What does it take to be an independent, radical, and outspoken woman in a male-dominated misogynistic society? I have seen the answer to this question in the lives of many unknown women around me in India. Women who have been rebels, who never accepted the social norms, who are wresting against the odds to keep their heads held high despite the insults and the demeaning words that they face at home, in the workplace, and even while walking down the roads. Life is a constant struggle, a fight against everything and everyone around you, a fight against the high tides to keep afloat.
The battle for life commences right from the day a girl child is conceived in her mother’s womb. Her existence, her survival, is as unpredictable as the game of Pitch and Toss. The metaphor stands justified if one gives a quick glance towards some statistics, which tell you that around 10 million female fetuses have been aborted in India, and the sex ratio tells the true story: 927 girls for 1000 boys. The scenario is grim.
When all across the world the pro-choice women are demanding the rights for abortion, it is tragic to know that most of these cases of aborting the female fetus are forced, but somehow, it seems to be a bigger tragedy when a mother, for whatever reason, ends the life of a child merely because she is a girl. Whether the decision is taken under social or familial pressure or due to the influence of the age-old culture of woman hatred in the country, the fact remains constant that a girl child is unwanted in India.
To study the problem in a detailed manner, we need to dig deep into the roots. If one analyses the basic social practices in a common family in India they might just get all the answers.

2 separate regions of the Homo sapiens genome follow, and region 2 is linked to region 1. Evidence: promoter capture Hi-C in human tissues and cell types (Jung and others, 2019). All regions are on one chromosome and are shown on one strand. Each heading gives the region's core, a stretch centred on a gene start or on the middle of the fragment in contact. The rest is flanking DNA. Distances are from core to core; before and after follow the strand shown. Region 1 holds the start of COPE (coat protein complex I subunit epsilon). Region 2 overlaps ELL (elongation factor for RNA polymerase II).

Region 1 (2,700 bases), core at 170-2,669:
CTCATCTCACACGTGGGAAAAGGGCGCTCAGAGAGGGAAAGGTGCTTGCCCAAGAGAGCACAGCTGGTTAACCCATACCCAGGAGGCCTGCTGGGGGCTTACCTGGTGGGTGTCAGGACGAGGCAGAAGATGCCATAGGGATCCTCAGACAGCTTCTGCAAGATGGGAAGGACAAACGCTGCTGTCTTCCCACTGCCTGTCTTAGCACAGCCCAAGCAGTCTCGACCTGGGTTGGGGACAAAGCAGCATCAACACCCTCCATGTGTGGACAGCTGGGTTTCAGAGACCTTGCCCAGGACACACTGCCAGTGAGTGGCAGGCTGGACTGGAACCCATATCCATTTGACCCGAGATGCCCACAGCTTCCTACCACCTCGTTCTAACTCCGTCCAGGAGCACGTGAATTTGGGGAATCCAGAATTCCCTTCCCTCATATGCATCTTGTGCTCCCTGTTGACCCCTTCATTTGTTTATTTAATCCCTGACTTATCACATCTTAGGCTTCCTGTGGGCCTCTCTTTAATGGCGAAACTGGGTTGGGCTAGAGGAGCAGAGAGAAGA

The first problem that I have seen throughout my life is the perception of a woman in the country. She is nothing but an object for fulfillment of a man’s sexual desires, and the provider of a womb to bear his children. Even after years of struggle against this, little change is to be seen. I am not denying the existence of progressive mindsets—they are growing in numbers, continuously—but this is the perception of the population in general. This mindset is the primary murderer of the woman’s rights, as it takes away her right of being known as Human with feelings, thoughts and choices. No family would prefer to raise a girl child who doesn’t have a social existence. A male child is hence preferred.
The second issue is of the concept of a surviving family name. When a girl gets married, she is expected to sever all ties with her own family where she was born. She is expected to be devoted to her husband and in-laws. The kids she bears carry the name of the husband’s family, and the blood relations reach only as far as the family tree of the husband reaches. The identity of the girl and her own relationships are lost in the process. In extreme cases, the father of the bride is forbidden even to have water at his daughter’s place. In this kind of a social set-up, the struggle to keep the family name alive makes it compulsory for a couple to bear a son, and for a family with limited resources multiple children are unaffordable. So they chose the gender of their kid; only the male child survives.